Pawkie Adam Glen – developing the tune

In addition to the rhythmic variations we covered last week, there are some nice melodic variations available in this tune. Our first idea was to substitute existing melodic shapes for others in the tune, for example in bars 2, 4 and 8. The second involved substituting a figure that often comes up in 3/2 hornpipes. Have an experiment, try these and the rhythmic variations and find what works for you!

Here is a PDF of the above music:

Exploring Rusty Gulley

On Monday we tried a couple of ideas to vary last week’s tune, the Rusty Gulley. Firstly, rhythmic variation:

What: subdividing notes or tying them together to create longer notes

Where: on repeated notes, on the weaker beats

Here are two videos explaining in further detail:

Subdividing notes
Tying or combining notes

Secondly, melodic variation:

What: transferring existing melodic patterns to other places in the tune

Where: places where there are similar melodic shapes, e.g., scale patterns

Here is a video to explain this a little more:

Finally here are a few examples of the ideas discussed. The emphasis is on experimentation, so see how many combinations you can find!

Grandfather’s Tune/Sheep Shearing

Here’s Grandfather’s Tune, aka Sheep Shearing, a polka from England. It was recorded for the 1941 Voice of the People series by the Dorset Trio.

Here’s the video demo:

Here’s a short video on the triplets and turns that we added to the descending scale patterns in the tune:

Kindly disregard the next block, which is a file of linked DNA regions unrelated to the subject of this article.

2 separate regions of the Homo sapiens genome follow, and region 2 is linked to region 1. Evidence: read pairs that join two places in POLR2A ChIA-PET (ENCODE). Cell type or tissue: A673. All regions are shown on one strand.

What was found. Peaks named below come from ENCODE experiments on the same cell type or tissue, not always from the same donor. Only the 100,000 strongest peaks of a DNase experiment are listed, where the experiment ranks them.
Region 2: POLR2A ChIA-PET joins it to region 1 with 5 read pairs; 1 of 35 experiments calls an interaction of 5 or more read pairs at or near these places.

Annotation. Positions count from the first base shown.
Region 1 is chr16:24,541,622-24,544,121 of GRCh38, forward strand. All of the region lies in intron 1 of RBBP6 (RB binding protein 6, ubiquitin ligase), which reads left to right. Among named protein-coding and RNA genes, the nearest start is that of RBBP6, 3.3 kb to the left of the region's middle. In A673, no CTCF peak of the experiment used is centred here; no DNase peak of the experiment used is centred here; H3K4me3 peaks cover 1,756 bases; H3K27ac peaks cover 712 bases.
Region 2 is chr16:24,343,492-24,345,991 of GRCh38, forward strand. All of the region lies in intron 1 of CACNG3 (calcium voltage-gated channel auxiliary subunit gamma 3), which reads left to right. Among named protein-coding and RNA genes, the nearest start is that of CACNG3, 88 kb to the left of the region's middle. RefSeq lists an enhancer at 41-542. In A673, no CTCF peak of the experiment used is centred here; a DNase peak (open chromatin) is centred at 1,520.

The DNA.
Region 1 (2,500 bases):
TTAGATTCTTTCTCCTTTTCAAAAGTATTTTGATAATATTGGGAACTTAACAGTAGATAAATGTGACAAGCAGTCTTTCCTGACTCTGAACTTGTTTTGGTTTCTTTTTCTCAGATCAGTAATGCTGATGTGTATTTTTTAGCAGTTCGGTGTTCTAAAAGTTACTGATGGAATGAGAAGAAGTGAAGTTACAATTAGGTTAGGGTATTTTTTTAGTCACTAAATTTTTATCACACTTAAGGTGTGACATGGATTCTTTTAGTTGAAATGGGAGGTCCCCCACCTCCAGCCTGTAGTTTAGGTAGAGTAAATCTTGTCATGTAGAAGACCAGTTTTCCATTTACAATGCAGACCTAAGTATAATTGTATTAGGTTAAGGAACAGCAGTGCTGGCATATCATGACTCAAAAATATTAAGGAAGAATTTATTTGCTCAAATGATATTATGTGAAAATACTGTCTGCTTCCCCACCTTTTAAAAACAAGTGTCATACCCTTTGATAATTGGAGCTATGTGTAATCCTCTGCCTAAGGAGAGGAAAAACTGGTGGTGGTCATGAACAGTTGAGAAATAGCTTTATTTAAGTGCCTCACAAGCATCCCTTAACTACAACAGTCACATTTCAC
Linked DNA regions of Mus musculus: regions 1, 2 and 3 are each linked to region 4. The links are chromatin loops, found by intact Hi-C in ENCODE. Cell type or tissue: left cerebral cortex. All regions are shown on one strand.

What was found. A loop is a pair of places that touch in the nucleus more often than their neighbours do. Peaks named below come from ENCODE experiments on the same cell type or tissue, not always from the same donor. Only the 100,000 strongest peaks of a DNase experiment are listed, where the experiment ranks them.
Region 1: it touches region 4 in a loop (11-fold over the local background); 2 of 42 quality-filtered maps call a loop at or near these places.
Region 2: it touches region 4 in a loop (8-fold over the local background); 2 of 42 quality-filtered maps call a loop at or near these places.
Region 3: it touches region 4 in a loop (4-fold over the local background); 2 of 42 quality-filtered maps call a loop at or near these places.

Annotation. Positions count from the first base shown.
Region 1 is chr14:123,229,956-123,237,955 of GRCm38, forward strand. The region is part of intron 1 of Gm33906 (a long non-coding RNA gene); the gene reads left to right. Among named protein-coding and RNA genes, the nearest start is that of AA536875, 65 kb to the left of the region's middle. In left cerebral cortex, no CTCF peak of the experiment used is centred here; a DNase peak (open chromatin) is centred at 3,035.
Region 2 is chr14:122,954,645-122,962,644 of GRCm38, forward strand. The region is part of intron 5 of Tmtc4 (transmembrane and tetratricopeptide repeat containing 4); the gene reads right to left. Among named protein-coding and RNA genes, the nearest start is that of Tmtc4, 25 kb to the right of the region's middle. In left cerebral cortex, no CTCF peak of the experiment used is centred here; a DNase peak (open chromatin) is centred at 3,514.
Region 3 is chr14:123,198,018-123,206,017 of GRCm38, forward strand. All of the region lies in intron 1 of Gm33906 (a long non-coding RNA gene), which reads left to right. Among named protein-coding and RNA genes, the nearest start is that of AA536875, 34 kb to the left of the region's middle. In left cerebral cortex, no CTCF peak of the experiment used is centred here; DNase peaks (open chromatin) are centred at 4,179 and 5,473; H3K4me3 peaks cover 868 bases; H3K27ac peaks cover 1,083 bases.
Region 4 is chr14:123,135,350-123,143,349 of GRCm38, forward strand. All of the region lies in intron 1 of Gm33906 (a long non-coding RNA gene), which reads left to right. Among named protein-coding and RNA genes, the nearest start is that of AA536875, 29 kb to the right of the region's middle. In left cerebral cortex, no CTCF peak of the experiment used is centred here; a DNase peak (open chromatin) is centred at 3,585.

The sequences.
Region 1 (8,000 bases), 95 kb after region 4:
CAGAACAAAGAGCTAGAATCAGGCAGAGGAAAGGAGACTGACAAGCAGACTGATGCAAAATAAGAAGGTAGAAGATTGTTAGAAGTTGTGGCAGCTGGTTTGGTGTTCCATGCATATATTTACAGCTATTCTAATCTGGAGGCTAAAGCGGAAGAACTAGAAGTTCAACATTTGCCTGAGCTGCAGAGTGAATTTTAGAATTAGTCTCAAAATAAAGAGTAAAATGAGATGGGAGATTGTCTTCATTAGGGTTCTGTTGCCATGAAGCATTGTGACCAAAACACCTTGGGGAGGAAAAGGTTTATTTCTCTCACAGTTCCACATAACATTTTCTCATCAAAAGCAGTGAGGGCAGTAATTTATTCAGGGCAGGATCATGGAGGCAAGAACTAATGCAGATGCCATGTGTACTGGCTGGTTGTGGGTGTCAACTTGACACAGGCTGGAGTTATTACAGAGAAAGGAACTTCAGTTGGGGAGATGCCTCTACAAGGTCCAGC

Here’s a PDF :


On Monday we explored the idea of substituting melodic figures for others that appear elsewhere in the tune. Sounds a bit complicated, right?

By melodic figure, I mean a short pattern of notes that makes one particular tune to sound like that particular tune. For instance, in The Big Ship there is a melodic figure at the end of the first bar that we ended up calling a ‘tick’ (because if you were to connect the dots, you would create a tick shape):

This shape also features in its inverted or upside down form, for instance at the beginning of bar 4. We can drop this figure into other places in the tune, as shown below. As you can see, I’ve used both a ‘tick’ (red) and an ‘inverted tick’ (blue) and I’ve just put a couple in in each section, so that it doesn’t get too repetitive.

These substitutions work well because they are similar to the basic version of the tune, follow the same direction as the basic tune and don’t change the harmony, as the extra notes come on the quaver off beats. They will also fit if some people use them and others don’t, allowing substitutors and non-substitutors to play together!

We can also apply this substitution to Reel de Gaspe – since this figures comes at the beginning of bar 4, it won’t sound out of place. Here, the ticks and inverted ticks can be used effectively in the B section.

Some tunes have more opportunities for substitutions than others, but you might want to try this one out on The Buffoon in particular – there are many other instances of this figure popping up in tunes we have learned, with some having more space to experiment than others (if you want a heads up, you could try using it in bars 13-14 of Mount Hills, in bars 10 and 14 of Lollipop Man to name but a couple!).